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HOW SOME OF THE THIRD’S VULNERABLE PEOPLE WILL SPEND THE HOLIDAYS

NON-PROFITS BUSY ENSURING EVERYONE HAS A GOOD HOLIDAY

Dawn Norman is a Peer Navagator at the Ally Centre. She told The Third that the centre has decorated a Christmas tree and that staff and users of the centre hung lights and decorations.

 

While not on Christmas Day, but in the days leading up to Santa’s arrival, the centre will also provide a Christmas dinner and handout gifts to those who rely on the centre and its programs and services.

 

“We make sure that everyone has a good Christmas,” she said.

 

Norman says that thanks to the community there will be an “abundance of gifts” for people to open this year. For example, she says that a representative from the JA Douglas McCurdy Airport dropped off 100 pre-wrapped gifts with a simple tag that reads “Merry Christmas.” 

 

When asked where the individuals will spend the days when the centre is closed during the holidays, Norman said that like any family, they will spend it together.

 

“They are each others family, one big family, so they will be together. When we are closed, they tend to stay close by, they are usually around the building. That’s where I expect they will be mostly.”   

 

She says that despite the centre being closed during the holidays, some staff will stop by on Christmas Day to wish them a merry Christmas.

 

Jodi McDavid is the Executive Director of the Cape Breton Transition House, she says that working with vulnerable people is not just a job, it’s a calling. “We make choices regularly that take time away from our families, even during the holidays.”

 

Like the Ally Centre, the Transition House has decorated complete with a Christmas tree.

 

But unlike the Ally Centre, due to the nature of the work they are open 24-7. On Christmas Day, they will serve a Christmas meal and give out presents.    

 

“We have gifts, and we make sure that we have extra because we know that Christmas brings added stress for some.”

 

McDavid says that the stress of the season means that the gifts intended for some children will be destroyed or sold before they can be unwrapped on Christmas morning. Other parents don’t have the financial means to go to the retails stores to find the perfect gifts for their children.

 

She told The Third that some of what she sees during the holiday season is “compelling”. She has witnessed children and parents receiving gifts for the first time in their lives.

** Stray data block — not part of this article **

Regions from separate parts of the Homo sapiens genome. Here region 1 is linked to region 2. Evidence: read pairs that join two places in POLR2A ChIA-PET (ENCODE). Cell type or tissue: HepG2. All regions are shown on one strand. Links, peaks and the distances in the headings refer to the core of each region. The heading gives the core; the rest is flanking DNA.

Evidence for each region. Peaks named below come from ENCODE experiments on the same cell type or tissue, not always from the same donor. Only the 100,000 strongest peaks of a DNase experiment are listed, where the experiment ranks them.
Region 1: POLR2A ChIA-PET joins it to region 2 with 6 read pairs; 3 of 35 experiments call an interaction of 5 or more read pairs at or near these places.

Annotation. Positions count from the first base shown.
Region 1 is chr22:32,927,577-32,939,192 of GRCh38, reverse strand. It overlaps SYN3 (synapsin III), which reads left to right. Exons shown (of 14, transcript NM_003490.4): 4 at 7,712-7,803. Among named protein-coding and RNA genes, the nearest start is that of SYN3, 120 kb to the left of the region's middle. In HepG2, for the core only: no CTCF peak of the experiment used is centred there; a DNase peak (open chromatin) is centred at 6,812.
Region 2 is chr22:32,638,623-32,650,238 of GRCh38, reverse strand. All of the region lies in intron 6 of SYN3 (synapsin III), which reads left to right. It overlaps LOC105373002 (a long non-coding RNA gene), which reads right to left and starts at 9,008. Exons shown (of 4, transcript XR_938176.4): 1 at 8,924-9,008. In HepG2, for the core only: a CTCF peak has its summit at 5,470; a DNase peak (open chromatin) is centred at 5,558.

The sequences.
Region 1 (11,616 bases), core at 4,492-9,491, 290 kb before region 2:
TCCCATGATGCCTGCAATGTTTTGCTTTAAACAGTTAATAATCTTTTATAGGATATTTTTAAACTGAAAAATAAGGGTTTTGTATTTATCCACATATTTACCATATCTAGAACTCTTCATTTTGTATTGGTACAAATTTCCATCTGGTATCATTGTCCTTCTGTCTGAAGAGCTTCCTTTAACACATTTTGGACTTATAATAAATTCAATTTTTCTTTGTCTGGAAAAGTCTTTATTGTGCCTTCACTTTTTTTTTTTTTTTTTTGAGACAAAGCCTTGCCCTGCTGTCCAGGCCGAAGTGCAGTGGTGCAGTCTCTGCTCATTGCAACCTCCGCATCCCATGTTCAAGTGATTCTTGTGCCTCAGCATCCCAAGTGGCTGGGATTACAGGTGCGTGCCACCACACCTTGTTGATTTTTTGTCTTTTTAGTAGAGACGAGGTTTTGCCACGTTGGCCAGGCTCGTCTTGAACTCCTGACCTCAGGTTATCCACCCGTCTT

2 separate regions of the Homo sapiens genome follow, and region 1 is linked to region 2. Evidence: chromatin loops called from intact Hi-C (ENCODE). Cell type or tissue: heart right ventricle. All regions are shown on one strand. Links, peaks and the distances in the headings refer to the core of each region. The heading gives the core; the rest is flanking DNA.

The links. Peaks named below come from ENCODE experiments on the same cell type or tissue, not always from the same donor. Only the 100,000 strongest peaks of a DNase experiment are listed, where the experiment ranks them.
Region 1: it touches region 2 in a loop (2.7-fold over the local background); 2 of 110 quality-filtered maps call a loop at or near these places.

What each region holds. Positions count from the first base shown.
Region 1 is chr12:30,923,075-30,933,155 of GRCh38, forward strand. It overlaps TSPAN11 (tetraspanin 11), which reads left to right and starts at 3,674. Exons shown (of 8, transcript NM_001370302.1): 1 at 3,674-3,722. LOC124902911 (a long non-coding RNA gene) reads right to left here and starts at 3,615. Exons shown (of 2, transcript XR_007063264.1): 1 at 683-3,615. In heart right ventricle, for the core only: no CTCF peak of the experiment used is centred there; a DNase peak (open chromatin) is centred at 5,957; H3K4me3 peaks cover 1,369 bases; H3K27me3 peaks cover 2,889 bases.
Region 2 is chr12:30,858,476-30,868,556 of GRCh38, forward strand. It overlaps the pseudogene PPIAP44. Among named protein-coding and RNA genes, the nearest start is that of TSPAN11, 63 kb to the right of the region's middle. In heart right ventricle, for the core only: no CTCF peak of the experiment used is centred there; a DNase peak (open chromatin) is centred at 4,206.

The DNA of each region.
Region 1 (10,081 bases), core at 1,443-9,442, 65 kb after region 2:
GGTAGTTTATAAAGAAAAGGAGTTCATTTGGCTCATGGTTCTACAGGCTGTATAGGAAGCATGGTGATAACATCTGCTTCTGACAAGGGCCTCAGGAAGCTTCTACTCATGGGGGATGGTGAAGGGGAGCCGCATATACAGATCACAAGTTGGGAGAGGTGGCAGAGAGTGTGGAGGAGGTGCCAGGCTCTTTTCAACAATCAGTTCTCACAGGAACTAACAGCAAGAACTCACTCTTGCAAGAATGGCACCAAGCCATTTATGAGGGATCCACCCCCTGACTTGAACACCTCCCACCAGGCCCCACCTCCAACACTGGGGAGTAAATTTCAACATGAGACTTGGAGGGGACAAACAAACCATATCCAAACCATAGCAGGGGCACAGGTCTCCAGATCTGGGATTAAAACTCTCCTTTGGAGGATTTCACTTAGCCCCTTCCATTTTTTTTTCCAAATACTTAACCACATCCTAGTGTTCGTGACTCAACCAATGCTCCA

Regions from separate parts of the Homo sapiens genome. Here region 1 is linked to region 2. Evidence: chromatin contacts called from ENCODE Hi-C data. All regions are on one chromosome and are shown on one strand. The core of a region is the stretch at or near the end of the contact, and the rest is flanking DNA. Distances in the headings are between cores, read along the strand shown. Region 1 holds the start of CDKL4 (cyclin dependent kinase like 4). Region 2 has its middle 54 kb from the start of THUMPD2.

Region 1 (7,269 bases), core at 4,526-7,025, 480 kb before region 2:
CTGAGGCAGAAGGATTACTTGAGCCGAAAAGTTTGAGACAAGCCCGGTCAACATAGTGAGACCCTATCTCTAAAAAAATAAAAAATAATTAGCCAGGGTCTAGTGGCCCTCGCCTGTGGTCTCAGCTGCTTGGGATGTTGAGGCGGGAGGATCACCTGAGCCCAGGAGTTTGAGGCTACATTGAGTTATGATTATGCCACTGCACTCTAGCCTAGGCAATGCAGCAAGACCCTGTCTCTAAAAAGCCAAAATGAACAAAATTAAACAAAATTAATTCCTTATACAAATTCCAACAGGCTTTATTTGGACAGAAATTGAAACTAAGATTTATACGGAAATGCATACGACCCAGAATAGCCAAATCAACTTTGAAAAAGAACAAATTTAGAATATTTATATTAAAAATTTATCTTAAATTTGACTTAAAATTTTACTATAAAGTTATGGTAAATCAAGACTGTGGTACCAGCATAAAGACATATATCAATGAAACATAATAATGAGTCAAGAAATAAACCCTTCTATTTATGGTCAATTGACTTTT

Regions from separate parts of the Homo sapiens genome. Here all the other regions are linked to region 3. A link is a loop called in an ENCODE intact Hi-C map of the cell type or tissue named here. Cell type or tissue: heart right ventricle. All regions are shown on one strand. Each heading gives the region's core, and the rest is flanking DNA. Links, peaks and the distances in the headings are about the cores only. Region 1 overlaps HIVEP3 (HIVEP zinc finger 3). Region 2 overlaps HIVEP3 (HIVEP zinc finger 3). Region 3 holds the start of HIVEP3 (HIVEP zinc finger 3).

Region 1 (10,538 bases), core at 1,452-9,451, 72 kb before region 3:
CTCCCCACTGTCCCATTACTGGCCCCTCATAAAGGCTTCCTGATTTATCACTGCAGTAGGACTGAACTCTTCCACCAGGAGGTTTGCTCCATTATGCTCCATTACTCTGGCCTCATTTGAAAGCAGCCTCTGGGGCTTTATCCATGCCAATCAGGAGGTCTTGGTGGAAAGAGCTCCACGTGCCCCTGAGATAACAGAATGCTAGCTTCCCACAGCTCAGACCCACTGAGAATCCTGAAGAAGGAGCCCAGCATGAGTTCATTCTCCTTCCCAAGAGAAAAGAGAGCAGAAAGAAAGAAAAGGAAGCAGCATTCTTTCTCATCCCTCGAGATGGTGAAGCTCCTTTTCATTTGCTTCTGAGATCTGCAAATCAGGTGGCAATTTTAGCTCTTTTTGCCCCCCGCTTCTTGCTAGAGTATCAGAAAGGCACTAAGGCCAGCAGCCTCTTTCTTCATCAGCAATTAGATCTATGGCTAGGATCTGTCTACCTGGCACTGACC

McDavid says that she has witnessed things getting worse for both the people she tries to serve and her organization. Covid, Fiona, and inflation has been a perfect storm for some people in the Third.

 

McDavid says that this year, Transition House will help the more than 50 people who live in their three properties in one way or another. The high costs of many food products and high inflation means that more Thirders are “choosing between food and heating their homes,” she says.   

 

She says that the need for grocery gift cards is much higher this year.

 

In addition to their shelter, Cape Breton Transition House has two apartment buildings and two rooming houses. All are full.

 

“Our 21 beds [at the shelter] are full; people will come in that we can’t house. In a pinch, we have had people sleeping on the living room.”

 

The holiday season is a particularly challenging one for many of those who find themselves at Transition House. The perfect storm is making it much harder on both the non-profits and the people they serve.  “A lot of what we are doing now is helping people process what is going on and how their futures might look going forward.”

 

Ultimately, what the non-profits want us to know is that the perfect storm has them at their breaking point. “What non-profits need most is for people to understand that we have a demand that we cannot fill,” says McDavid.

 

“Talk to politicians about our overwhelmed non-profits,” encourages McDavid.

 

But for this holiday, for those who want to help, both Norman and McDavid have some suggestions.

 

Norman from the Ally Centre suggests that if Thirders want to help those at the centre there are two ways that can really make a difference. Thirders can contribute desserts to the Christmas meal. “We always have enough food for the Christmas meal, but not enough sweets,” she says. 

 

Because the Centre will be closed on Christmas Day, Norman says that taking some time to come by the Ally Centre (corner of Prince and Bentinck streets in Sydney) to say Merry Christmas, with or without a little something in hand “would be wonderful” and very appreciated by those who will be on the receiving end of the greeting.

 

McDavid suggests grocery store gifts cards are a good option due to the financial challenges and tough choices too many Thirders are forced to make this holiday season. Cash donations are also encouraged instead of gifts because it ensures that the recipient will receive what they need most.

 

The Third also reached out to Cape Breton Community Housing which runs the Community Housing Shelter on Townsend Street for comment, but by deadline had not received a response.

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